Hans filled his knapsack and walk off to the next farm. Here there were already two men in the farmer's service, and he did not need a third. But he hired Hans anyway, for he was a greedy man, and Hans did not ask for wages.
The first work he was given to do was woodcutting and carting in the forest. The wagon had already more than a full load, and the horses could not move it. Hans picked up the horses, and threw them on to the wagon on top of the tree-trunks, harnessed himself to it and rushed home with the whole load. He came like a little hurricane at the farm-house door.
The farmer scratched his head when he saw this, thinking with a slight shudder what he would be up to if the young farmhand got wiser about money matters and wages. But he kept his thoughts to himself, and sat down to dinner with Hans.
At table Hans worked wonders too, in that he ate for four men. The farmer scratched his head again; he started to understand that his new servant could eat him out of house and home in less than a yea unless he thought up a cunning way of getting rid of the sturdy youth.
"My wife dropped her ring down the well a few days ago," he said to Hans. "See if you can go down to the bottom of the well and fetch it up."
Hans did as he was told. But no sooner had he got to the bottom of the well, than the farmer and his men ran up with a barrow of stones as big as a man's head, and flung them down on top of him.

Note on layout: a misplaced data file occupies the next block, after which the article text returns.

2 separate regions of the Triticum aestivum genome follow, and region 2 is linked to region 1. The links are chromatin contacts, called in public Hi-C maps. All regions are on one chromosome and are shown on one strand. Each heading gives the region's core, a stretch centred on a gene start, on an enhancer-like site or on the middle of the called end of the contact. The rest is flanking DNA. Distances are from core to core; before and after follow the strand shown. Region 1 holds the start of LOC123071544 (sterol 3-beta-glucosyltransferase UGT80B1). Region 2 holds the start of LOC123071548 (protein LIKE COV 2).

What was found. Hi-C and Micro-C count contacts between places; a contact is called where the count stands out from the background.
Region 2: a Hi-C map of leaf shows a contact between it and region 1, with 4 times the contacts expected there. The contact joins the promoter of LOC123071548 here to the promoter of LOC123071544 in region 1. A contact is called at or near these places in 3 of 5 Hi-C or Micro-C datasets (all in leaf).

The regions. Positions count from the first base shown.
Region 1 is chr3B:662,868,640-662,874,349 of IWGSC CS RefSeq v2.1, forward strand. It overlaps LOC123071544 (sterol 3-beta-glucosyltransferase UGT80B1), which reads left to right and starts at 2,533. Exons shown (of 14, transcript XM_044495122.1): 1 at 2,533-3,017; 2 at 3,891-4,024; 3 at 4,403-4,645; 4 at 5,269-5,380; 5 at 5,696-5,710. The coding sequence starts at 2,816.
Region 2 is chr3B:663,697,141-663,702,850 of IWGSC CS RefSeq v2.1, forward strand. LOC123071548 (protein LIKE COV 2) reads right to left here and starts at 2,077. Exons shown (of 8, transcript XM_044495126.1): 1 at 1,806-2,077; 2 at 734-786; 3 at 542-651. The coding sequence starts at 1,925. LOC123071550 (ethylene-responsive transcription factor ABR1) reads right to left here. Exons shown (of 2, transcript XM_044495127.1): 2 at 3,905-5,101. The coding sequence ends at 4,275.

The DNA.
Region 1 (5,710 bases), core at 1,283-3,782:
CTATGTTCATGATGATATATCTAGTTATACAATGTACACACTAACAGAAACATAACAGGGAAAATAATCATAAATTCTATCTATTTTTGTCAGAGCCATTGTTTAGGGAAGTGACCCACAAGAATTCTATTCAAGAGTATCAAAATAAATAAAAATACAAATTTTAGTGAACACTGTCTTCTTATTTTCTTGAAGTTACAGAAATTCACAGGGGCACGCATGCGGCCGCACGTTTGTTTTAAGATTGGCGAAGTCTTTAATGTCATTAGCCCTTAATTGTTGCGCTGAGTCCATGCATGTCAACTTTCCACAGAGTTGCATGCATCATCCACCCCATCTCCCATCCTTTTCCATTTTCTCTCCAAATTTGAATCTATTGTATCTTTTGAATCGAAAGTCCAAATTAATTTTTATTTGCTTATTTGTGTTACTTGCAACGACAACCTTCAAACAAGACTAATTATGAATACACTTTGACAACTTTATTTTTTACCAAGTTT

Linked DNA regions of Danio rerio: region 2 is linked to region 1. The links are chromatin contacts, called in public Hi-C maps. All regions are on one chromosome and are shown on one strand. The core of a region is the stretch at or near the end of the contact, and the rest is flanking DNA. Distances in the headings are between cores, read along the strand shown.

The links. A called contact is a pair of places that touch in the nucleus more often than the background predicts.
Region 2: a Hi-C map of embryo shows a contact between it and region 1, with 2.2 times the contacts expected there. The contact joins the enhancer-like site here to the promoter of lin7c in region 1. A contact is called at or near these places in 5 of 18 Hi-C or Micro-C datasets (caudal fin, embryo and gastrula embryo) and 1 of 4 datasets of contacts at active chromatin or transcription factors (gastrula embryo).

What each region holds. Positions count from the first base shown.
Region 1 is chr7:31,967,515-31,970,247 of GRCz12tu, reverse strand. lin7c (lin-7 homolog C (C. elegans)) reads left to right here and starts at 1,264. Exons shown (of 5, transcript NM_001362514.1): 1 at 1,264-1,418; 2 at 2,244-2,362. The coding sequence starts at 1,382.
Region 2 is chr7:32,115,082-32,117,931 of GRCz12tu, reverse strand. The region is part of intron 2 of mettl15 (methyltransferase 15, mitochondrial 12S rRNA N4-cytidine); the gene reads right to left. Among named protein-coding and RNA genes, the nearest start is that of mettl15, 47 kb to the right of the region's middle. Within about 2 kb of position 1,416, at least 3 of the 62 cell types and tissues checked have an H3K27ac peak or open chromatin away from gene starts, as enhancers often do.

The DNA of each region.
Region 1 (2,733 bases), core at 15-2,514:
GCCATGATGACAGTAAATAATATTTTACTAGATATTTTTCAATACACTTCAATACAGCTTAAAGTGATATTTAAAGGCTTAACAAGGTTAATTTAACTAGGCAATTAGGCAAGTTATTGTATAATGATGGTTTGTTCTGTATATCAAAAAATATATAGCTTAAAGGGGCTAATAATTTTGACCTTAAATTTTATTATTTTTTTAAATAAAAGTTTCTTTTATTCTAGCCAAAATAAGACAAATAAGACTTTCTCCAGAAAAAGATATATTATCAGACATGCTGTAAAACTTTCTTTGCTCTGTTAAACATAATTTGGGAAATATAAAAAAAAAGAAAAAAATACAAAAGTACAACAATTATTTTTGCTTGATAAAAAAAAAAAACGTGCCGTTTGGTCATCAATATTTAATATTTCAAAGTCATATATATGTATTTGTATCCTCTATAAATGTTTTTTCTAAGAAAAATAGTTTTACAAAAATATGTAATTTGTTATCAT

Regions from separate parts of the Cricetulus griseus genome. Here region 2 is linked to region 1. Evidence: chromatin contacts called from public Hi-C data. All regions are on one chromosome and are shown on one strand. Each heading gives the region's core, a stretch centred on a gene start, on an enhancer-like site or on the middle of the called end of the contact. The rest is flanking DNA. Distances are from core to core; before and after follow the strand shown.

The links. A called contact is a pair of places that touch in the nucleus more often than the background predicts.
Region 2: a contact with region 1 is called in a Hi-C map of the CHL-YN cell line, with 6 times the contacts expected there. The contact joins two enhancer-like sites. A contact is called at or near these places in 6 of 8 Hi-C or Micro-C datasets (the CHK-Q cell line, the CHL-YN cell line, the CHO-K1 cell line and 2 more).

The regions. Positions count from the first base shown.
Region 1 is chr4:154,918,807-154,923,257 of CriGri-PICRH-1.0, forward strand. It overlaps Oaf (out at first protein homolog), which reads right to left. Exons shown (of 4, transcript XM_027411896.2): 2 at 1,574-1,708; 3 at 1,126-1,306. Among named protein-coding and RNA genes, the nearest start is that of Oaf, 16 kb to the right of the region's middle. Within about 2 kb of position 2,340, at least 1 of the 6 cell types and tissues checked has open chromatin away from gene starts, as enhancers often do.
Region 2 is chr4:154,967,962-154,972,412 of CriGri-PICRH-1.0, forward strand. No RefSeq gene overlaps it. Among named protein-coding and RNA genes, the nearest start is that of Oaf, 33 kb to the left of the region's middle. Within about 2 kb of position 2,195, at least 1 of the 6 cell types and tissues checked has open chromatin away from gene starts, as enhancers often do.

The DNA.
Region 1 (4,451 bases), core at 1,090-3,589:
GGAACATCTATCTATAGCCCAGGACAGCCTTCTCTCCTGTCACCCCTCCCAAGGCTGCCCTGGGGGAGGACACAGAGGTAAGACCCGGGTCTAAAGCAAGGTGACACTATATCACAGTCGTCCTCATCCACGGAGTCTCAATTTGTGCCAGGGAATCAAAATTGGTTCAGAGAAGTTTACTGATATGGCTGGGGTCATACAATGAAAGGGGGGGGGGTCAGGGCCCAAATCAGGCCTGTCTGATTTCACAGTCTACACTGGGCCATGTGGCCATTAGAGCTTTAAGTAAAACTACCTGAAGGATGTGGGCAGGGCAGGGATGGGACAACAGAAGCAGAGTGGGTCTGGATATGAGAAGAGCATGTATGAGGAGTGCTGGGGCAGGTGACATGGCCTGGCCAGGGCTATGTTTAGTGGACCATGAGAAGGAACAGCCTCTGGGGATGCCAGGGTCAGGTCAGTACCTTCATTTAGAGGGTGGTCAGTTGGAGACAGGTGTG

"Drive those chickens away!" came a voice from the well. "They're scratching up the gravel around the well up there, and gravel is coming down on me."
The farmer now got the idea that the large bell of the church tower could crush and kill Hans while he was down in the well. Soon the farmer and the other farmhands stole the bell and let it fall into the well.
This time Hans cried: "Oh, what a nice hood for me!"
Then the farmer and the other farmhands hoped a millstone would get rid of Hans, and threw it down into the well too.
"Stop!" called Hans from below, "I've got the wedding-ring now. Get out of my way, you up there. I'm coming up." And Hans climbed out of the well with the bell on his head and the millstone on his finger.